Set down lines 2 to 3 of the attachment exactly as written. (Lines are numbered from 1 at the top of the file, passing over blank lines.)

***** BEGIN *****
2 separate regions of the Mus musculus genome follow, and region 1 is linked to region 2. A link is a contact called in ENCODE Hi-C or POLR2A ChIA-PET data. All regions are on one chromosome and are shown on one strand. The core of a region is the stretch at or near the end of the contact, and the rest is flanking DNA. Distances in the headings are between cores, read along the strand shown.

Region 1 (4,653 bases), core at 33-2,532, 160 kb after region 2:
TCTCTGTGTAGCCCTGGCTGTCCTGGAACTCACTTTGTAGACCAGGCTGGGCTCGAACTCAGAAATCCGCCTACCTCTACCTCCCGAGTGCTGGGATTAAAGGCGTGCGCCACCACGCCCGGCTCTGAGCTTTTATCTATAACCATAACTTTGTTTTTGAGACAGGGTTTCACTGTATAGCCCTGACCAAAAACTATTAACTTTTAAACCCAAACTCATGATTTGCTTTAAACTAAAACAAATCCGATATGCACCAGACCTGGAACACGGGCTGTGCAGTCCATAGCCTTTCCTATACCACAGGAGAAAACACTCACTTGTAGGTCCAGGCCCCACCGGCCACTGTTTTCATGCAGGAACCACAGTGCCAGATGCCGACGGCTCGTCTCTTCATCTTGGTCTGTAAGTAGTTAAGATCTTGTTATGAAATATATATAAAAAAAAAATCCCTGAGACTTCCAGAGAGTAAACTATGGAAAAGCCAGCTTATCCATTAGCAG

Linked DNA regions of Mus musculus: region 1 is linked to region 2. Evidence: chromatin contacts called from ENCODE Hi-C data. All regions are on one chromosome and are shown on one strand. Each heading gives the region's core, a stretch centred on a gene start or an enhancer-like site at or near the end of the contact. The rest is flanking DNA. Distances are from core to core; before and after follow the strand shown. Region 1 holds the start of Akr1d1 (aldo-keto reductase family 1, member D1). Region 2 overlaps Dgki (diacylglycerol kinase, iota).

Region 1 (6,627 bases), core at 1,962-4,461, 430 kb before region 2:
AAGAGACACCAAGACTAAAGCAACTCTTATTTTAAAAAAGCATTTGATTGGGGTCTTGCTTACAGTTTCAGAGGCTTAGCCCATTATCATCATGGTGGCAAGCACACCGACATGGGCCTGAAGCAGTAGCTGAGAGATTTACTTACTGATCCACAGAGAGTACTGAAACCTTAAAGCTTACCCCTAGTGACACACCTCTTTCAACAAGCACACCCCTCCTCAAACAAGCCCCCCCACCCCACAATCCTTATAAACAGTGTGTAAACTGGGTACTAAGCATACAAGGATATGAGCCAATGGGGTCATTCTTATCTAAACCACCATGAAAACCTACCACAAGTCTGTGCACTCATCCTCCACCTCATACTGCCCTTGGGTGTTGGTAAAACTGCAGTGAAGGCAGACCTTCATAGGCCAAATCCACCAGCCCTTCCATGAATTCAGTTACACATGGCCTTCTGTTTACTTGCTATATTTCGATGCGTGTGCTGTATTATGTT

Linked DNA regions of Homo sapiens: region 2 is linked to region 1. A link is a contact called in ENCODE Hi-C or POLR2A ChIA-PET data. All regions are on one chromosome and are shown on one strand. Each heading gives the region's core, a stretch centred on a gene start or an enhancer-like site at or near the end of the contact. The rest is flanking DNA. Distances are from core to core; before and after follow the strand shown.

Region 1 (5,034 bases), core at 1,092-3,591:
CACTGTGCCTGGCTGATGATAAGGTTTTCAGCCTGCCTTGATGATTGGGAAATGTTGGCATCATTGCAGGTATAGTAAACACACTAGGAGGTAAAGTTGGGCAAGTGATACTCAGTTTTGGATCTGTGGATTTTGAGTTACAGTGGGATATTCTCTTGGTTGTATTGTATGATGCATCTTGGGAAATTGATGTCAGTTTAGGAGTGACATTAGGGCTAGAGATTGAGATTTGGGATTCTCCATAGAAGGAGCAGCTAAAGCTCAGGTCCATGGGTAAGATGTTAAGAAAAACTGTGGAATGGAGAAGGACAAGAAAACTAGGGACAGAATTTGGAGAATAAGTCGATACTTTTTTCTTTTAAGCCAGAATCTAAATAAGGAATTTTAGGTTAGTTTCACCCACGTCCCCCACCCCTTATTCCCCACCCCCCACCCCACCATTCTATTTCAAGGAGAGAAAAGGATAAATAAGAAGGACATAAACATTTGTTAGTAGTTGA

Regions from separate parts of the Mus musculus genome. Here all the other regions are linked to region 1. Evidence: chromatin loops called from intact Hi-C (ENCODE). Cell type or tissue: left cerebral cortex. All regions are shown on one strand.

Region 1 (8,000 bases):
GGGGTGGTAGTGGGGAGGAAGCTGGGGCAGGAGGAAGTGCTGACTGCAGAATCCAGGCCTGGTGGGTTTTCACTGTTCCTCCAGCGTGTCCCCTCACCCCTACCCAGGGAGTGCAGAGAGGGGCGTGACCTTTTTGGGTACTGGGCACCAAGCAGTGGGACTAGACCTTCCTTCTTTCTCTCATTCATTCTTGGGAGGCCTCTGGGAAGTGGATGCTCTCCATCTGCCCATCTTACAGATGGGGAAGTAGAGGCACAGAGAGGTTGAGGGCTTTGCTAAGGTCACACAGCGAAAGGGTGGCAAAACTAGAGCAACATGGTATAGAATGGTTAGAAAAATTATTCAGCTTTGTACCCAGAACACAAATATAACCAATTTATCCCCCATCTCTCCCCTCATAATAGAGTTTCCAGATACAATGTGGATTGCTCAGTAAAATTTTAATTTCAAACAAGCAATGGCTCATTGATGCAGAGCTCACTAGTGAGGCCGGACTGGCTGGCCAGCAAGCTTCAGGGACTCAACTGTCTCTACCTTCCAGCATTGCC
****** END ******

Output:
Region 1 (4,653 bases), core at 33-2,532, 160 kb after region 2:
TCTCTGTGTAGCCCTGGCTGTCCTGGAACTCACTTTGTAGACCAGGCTGGGCTCGAACTCAGAAATCCGCCTACCTCTACCTCCCGAGTGCTGGGATTAAAGGCGTGCGCCACCACGCCCGGCTCTGAGCTTTTATCTATAACCATAACTTTGTTTTTGAGACAGGGTTTCACTGTATAGCCCTGACCAAAAACTATTAACTTTTAAACCCAAACTCATGATTTGCTTTAAACTAAAACAAATCCGATATGCACCAGACCTGGAACACGGGCTGTGCAGTCCATAGCCTTTCCTATACCACAGGAGAAAACACTCACTTGTAGGTCCAGGCCCCACCGGCCACTGTTTTCATGCAGGAACCACAGTGCCAGATGCCGACGGCTCGTCTCTTCATCTTGGTCTGTAAGTAGTTAAGATCTTGTTATGAAATATATATAAAAAAAAAATCCCTGAGACTTCCAGAGAGTAAACTATGGAAAAGCCAGCTTATCCATTAGCAG